Linux examined: Fedora 9

The community edition of Red Hat's distro works well and is widely supported -- but it can be a difficult install.

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Fine performance

The good news is that once I finally got Fedora installed, it performed admirably in the "stuff just worked out of the box" department. My sound, Wi-Fi and Intel video driver all showed up for duty when the install was complete. The webcam didn't work, but I haven't found a Linux distribution yet that can cope with the perversity of the Ricoh webcam in the Pavilion notebook. At the end of the day, I was left with a GNOME-based desktop pretty much like any other GNOME desktop.

Fedora, like Red Hat, is an RPM-based system. RPM is perhaps the most widely supported open-source package management system (illustrated by the ease with which I installed Skype, even though the Skype site claimed it only worked with Fedora 7).


Fedora's "Add/Remove Programs" GUI tool.

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It also uses the Yum software package manager, which makes installing from the command line a breeze. I just had to type in "yum install audacity" and I was the proud user of Audacity, the outstanding audio editor for Linux.

One caveat: I'm not a big fan of the "Add/Remove Programs" GUI tool that Fedora comes with, which acts as a front end to Yum. It takes forever to do a search for anything or update a display when you click on a new category; I'd recommend sticking with the command line interface.

Incidentally, it's a good idea to start with Fedora if you're part of a business that may want to transition to Red Hat Enterprise Linux (RHEL) sometime in the future. Since work done on Fedora flows into Red Hat, this allows for a fairly simple transition from Fedora to RHEL.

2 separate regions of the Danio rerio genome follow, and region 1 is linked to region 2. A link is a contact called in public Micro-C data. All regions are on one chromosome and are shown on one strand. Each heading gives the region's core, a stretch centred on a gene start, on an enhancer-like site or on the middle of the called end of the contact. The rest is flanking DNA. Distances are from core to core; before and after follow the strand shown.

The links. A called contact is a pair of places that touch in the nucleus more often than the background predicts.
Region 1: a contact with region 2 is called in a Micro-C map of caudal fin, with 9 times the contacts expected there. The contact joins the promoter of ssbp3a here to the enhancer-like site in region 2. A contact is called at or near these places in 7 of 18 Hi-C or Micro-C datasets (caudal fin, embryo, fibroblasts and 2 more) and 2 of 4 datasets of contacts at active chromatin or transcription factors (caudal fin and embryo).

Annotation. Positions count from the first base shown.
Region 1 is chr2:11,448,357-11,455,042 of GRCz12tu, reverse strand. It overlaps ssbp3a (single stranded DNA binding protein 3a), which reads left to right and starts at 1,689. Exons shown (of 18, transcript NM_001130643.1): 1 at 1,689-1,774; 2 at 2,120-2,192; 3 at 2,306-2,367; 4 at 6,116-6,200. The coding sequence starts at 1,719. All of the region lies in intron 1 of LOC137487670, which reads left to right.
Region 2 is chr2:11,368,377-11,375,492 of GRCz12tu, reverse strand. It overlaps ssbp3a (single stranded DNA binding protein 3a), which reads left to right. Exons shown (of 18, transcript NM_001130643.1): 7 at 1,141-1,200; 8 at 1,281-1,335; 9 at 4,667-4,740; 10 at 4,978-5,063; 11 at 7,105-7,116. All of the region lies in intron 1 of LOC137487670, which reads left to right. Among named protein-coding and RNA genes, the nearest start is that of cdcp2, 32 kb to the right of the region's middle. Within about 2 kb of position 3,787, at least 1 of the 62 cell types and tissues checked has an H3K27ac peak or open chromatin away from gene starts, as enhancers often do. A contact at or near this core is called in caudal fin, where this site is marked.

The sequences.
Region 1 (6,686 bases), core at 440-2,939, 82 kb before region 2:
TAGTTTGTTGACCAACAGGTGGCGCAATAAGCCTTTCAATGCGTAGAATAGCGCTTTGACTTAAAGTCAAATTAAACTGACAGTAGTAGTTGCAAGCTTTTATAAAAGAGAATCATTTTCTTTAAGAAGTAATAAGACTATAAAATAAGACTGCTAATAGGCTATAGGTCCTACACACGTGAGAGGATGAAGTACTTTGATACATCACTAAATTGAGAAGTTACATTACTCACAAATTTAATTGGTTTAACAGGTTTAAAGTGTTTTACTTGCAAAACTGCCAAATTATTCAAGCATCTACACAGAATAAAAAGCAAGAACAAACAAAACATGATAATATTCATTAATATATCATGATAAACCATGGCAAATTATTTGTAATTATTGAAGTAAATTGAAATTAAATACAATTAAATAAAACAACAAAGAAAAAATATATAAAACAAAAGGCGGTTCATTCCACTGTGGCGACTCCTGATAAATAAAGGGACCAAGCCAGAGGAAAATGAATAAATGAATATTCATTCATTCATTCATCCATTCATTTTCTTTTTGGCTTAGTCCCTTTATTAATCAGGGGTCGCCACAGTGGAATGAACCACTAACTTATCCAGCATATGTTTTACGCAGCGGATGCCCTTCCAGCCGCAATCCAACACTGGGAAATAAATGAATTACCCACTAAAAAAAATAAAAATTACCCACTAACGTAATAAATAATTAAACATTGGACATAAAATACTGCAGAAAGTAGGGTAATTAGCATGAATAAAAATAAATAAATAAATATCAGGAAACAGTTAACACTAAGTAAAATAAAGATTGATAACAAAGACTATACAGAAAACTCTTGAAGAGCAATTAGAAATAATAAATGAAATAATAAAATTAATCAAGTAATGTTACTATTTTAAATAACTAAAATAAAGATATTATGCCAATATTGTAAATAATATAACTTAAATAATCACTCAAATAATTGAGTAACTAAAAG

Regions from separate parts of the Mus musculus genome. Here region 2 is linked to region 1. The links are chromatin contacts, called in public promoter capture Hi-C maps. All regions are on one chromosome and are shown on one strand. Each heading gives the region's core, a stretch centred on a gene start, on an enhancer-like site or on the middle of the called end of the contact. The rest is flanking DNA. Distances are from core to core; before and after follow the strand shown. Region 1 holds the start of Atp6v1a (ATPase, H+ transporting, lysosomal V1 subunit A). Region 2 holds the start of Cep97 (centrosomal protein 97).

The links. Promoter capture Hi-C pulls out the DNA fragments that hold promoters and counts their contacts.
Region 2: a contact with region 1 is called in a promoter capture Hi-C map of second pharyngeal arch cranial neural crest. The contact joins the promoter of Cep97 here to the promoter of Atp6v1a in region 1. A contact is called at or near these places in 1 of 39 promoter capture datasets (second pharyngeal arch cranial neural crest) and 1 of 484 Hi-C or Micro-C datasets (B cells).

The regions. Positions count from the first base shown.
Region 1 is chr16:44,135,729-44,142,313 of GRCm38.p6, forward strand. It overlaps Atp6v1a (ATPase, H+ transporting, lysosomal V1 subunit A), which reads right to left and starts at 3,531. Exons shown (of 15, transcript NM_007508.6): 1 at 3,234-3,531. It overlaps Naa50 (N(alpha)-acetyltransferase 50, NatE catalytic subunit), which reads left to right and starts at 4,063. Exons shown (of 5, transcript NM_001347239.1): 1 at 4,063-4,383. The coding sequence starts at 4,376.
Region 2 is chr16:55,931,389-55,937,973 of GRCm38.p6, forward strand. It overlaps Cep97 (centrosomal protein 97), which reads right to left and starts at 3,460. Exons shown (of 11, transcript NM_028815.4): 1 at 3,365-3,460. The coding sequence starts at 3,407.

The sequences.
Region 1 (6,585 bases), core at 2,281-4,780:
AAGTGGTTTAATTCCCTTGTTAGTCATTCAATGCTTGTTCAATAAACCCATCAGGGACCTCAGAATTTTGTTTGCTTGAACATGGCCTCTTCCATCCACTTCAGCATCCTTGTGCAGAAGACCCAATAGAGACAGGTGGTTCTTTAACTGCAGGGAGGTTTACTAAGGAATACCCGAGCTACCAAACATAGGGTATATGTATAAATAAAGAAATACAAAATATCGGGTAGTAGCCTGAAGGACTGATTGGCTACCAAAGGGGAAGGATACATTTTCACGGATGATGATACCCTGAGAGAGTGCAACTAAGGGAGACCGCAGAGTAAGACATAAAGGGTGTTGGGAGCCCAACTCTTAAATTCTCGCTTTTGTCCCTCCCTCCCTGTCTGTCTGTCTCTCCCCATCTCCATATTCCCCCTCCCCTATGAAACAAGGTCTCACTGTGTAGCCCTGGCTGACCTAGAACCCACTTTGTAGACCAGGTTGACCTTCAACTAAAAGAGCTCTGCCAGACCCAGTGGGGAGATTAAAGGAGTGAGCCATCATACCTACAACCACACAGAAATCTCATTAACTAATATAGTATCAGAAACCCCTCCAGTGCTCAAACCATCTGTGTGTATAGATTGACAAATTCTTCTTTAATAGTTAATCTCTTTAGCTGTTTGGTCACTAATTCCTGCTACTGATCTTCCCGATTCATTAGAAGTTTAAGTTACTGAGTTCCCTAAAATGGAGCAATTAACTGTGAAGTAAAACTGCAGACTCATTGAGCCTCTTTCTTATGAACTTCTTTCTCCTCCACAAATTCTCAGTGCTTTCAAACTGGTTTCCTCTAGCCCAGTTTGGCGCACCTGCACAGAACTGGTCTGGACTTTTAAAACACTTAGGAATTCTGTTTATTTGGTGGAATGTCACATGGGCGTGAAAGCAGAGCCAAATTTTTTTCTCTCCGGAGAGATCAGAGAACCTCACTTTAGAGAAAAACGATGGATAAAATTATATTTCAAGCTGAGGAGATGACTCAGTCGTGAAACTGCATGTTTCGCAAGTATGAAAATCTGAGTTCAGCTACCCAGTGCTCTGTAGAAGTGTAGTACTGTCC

However, if you're an individual user who just wants to purchase technical support for Fedora, this does present a bit of a quandary, because you can't purchase Fedora support from Red Hat. For that, you'll need to install RHEL. This is in contrast to Ubuntu, for example, where the same distribution comes with supported and unsupported versions.

Of course, open-source operating systems can enjoy quick fixes to problems, and it's possible that some of these problems may be corrected soon (or may already be corrected when you read this). However, until they are, they represent areas of serious concern, at least to this author.


On the whole, Fedora is a solid Linux distribution that will probably serve you well for desktop usage. Red Hat can rightly claim extensive experience as a commercial Linux vendor; it practically invented the market. Installing Fedora is a good way to ensure an extensive repository of prebuilt software. The hardware support is right up there with any other user-friendly distribution.

But my experiences with trying a multiboot install make me leery of recommending it to anyone who wants to use it in a dual-boot environment. The distribution may be robust, but the installer needs to learn to play better with others. It's also a little too intimidating for nongeek users, so if you're going to get any less-experienced friends on Fedora, you might want to schedule an afternoon to help them out.

Copyright © 2008 IDG Communications, Inc.

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